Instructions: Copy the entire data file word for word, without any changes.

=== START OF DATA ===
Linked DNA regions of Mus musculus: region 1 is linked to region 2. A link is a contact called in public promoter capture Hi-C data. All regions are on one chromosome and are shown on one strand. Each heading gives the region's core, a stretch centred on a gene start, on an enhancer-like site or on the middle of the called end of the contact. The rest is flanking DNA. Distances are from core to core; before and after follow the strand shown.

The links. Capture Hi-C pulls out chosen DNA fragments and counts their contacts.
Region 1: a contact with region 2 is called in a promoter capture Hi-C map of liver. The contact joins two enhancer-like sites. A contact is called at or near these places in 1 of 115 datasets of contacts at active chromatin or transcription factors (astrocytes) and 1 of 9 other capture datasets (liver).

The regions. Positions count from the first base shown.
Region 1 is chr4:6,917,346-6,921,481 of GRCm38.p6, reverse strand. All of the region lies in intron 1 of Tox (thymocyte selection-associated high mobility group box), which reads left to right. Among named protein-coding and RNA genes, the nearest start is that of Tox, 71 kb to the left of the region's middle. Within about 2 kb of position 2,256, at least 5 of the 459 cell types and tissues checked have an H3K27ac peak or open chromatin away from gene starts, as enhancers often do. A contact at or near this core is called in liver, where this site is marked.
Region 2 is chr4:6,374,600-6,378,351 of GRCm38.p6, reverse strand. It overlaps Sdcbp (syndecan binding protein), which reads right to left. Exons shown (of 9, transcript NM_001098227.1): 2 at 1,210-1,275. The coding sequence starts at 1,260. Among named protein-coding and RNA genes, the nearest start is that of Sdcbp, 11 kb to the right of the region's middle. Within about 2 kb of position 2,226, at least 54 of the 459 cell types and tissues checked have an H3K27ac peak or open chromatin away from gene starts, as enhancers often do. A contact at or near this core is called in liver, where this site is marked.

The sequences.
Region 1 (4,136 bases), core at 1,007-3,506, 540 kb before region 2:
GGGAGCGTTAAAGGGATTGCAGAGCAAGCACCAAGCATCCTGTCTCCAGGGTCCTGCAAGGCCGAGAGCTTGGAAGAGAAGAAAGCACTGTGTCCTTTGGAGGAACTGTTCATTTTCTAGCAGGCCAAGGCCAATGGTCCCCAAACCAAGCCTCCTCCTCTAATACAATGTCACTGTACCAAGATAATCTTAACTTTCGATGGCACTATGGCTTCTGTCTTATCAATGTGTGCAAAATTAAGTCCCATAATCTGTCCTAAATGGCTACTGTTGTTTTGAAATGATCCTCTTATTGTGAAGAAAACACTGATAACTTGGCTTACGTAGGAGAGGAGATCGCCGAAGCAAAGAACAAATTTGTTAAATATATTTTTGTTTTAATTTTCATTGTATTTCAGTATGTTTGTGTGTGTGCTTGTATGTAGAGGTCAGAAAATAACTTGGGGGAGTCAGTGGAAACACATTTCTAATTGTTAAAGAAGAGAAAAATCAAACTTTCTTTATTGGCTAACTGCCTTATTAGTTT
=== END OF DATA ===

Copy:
Linked DNA regions of Mus musculus: region 1 is linked to region 2. A link is a contact called in public promoter capture Hi-C data. All regions are on one chromosome and are shown on one strand. Each heading gives the region's core, a stretch centred on a gene start, on an enhancer-like site or on the middle of the called end of the contact. The rest is flanking DNA. Distances are from core to core; before and after follow the strand shown.

The links. Capture Hi-C pulls out chosen DNA fragments and counts their contacts.
Region 1: a contact with region 2 is called in a promoter capture Hi-C map of liver. The contact joins two enhancer-like sites. A contact is called at or near these places in 1 of 115 datasets of contacts at active chromatin or transcription factors (astrocytes) and 1 of 9 other capture datasets (liver).

The regions. Positions count from the first base shown.
Region 1 is chr4:6,917,346-6,921,481 of GRCm38.p6, reverse strand. All of the region lies in intron 1 of Tox (thymocyte selection-associated high mobility group box), which reads left to right. Among named protein-coding and RNA genes, the nearest start is that of Tox, 71 kb to the left of the region's middle. Within about 2 kb of position 2,256, at least 5 of the 459 cell types and tissues checked have an H3K27ac peak or open chromatin away from gene starts, as enhancers often do. A contact at or near this core is called in liver, where this site is marked.
Region 2 is chr4:6,374,600-6,378,351 of GRCm38.p6, reverse strand. It overlaps Sdcbp (syndecan binding protein), which reads right to left. Exons shown (of 9, transcript NM_001098227.1): 2 at 1,210-1,275. The coding sequence starts at 1,260. Among named protein-coding and RNA genes, the nearest start is that of Sdcbp, 11 kb to the right of the region's middle. Within about 2 kb of position 2,226, at least 54 of the 459 cell types and tissues checked have an H3K27ac peak or open chromatin away from gene starts, as enhancers often do. A contact at or near this core is called in liver, where this site is marked.

The sequences.
Region 1 (4,136 bases), core at 1,007-3,506, 540 kb before region 2:
GGGAGCGTTAAAGGGATTGCAGAGCAAGCACCAAGCATCCTGTCTCCAGGGTCCTGCAAGGCCGAGAGCTTGGAAGAGAAGAAAGCACTGTGTCCTTTGGAGGAACTGTTCATTTTCTAGCAGGCCAAGGCCAATGGTCCCCAAACCAAGCCTCCTCCTCTAATACAATGTCACTGTACCAAGATAATCTTAACTTTCGATGGCACTATGGCTTCTGTCTTATCAATGTGTGCAAAATTAAGTCCCATAATCTGTCCTAAATGGCTACTGTTGTTTTGAAATGATCCTCTTATTGTGAAGAAAACACTGATAACTTGGCTTACGTAGGAGAGGAGATCGCCGAAGCAAAGAACAAATTTGTTAAATATATTTTTGTTTTAATTTTCATTGTATTTCAGTATGTTTGTGTGTGTGCTTGTATGTAGAGGTCAGAAAATAACTTGGGGGAGTCAGTGGAAACACATTTCTAATTGTTAAAGAAGAGAAAAATCAAACTTTCTTTATTGGCTAACTGCCTTATTAGTTT